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Journal of Immunology Research
Volume 2017, Article ID 1832968, 13 pages
https://doi.org/10.1155/2017/1832968
Review Article

Regulatory T Cells and Their Prognostic Relevance in Hematologic Malignancies

1Hematology and Stem Cell Transplantation Unit, IRCCS Cancer Referral Center of Basilicata, Rionero in Vulture, Italy
2Division of Hematology, AOU Città della Salute e della Scienza di Torino, University of Torino, Torino, Italy
3Department of Molecular Biotechnology and Health Sciences, University of Torino, Torino, Italy
4Dipartimento di Biochimica, Biofisica e Patologia Generale, University of Campania “Luigi Vanvitelli”, Napoli, Italy
5Department of Clinical Medicine and Surgery, Regional Reference Centre for Coagulation Disorders, “Federico II” University, Napoli, Italy
6Department of Pharmacology, University of Salerno, Salerno, Italy
7Department of Biomedical and Dental Sciences and Morphological and Functional Sciences, University of Messina, Messina, Italy
8Hematology Institute, Catholic University of Sacred Heart, Rome, Italy
9Scientific Direction, IRCCS Cancer Referral Center of Basilicata, Rionero in Vulture, Italy
10Centre of Excellence for Biomedical Research, Department of Internal Medicine, IRCCS Azienda Ospedaliero Universitaria San Martino-IST-Istituto Nazionale per la Ricerca sul Cancro, University of Genoa, Genoa, Italy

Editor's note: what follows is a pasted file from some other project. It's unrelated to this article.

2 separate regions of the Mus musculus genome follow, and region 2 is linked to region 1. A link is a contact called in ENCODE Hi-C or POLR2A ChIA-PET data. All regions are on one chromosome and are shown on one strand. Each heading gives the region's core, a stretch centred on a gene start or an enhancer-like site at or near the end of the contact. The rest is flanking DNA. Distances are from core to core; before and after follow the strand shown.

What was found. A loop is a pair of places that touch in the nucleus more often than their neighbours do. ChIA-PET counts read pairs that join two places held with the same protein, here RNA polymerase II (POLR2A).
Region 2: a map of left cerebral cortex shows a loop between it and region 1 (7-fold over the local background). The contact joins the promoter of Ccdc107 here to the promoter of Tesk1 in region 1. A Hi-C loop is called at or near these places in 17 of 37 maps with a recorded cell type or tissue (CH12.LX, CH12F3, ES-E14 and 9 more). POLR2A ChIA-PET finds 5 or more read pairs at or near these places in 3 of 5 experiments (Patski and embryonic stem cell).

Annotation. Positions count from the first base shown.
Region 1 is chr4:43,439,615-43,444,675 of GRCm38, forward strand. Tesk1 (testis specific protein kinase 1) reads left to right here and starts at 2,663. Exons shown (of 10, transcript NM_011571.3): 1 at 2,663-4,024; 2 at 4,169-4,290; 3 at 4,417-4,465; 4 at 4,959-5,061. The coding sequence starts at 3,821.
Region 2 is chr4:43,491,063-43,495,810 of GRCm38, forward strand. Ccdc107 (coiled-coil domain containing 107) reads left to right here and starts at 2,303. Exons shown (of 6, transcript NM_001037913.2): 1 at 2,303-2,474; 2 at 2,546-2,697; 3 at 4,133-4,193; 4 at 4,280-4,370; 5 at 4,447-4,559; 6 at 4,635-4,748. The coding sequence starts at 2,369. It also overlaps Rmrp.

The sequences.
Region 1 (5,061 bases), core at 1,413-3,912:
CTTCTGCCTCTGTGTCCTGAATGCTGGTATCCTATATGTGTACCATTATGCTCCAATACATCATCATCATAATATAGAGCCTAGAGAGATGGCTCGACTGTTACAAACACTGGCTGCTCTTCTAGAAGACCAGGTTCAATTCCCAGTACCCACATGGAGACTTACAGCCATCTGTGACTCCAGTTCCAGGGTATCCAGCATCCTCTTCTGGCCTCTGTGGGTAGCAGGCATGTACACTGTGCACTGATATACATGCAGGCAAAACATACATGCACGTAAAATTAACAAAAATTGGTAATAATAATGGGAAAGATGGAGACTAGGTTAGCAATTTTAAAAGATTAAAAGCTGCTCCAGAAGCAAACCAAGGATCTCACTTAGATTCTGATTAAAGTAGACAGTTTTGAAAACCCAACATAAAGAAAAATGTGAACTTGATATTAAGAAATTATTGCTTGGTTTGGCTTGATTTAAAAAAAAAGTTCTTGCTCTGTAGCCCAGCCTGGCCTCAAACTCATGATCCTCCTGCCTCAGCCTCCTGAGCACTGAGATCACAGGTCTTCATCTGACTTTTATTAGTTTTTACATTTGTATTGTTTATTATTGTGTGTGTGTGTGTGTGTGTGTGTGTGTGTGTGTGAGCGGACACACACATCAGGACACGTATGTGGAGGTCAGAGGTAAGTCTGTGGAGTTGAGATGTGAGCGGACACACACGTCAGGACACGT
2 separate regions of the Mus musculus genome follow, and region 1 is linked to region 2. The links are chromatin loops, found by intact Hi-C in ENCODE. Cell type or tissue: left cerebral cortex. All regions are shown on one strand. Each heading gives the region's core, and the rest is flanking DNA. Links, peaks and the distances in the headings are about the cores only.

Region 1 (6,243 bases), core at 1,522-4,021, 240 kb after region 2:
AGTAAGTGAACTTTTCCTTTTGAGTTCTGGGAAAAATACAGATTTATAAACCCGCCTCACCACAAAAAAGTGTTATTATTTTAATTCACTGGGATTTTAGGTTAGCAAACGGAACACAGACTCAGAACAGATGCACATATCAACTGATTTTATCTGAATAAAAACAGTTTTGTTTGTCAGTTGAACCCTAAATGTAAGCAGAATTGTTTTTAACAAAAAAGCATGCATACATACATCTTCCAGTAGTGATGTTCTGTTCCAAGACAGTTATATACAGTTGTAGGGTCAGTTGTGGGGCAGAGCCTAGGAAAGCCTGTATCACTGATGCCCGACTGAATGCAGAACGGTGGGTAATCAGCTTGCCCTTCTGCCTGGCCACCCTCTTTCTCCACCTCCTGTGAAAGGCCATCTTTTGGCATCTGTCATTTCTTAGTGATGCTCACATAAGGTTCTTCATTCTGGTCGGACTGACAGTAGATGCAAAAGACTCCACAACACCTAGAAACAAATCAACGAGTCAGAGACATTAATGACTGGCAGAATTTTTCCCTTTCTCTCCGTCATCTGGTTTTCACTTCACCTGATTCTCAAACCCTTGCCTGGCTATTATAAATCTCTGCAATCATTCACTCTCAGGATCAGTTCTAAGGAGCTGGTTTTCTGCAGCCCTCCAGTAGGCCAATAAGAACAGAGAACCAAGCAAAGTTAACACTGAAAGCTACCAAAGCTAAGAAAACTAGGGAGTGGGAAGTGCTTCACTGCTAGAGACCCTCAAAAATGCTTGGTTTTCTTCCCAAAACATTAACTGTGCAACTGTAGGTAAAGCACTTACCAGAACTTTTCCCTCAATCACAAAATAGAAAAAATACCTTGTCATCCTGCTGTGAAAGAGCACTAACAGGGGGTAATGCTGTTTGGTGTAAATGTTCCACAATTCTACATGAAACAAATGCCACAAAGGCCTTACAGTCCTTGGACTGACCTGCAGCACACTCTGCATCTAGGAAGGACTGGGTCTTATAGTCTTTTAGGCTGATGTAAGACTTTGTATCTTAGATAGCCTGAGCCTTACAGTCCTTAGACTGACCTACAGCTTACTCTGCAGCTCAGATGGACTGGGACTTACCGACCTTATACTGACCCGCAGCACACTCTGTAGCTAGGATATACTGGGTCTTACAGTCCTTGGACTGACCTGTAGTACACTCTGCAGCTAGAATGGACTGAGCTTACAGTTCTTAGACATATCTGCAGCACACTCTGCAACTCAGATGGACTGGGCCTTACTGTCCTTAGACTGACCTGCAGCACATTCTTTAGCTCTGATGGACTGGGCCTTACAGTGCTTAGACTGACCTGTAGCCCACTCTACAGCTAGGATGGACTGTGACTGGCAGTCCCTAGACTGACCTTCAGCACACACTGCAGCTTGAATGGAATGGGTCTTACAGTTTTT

Correspondence should be addressed to Giovanni D’Arena; ti.orebil@aneradinnavoig

Received 17 August 2017; Accepted 14 November 2017; Published 21 December 2017

Academic Editor: Wenxin Zheng

Copyright © 2017 Giovanni D’Arena et al. This is an open access article distributed under the Creative Commons Attribution License, which permits unrestricted use, distribution, and reproduction in any medium, provided the original work is properly cited.

Abstract

Regulatory T cells (Tregs) have a fundamental function in monitoring the immune homeostasis in healthy individuals. In cancer and, in particular, in hematological malignancies, Tregs exert a major immunosuppressive activity, thus playing a critical role in tumor cell growth, proliferation, and survival. Here, we summarize published data on the prognostic significance of Tregs in hematological malignancies and show that they are highly conflicting. The heterogeneity of the experimental approaches that were used explains—at least in part—the discordant results reported by different groups that have investigated the role of Tregs in cancer. In fact, different tissues have been studied (i.e., peripheral blood, bone marrow, and lymph node), applying different methods (i.e., flow cytometry versus immunohistochemistry, whole blood versus isolated peripheral blood mononuclear cells versus depletion of CD25+ cells, various panels of monoclonal antibodies, techniques of fixation and permeabilization, and gating strategies). This is of relevance in order to stress the need to apply standardized approaches in the study of Tregs in hematological malignancies and in cancer in general.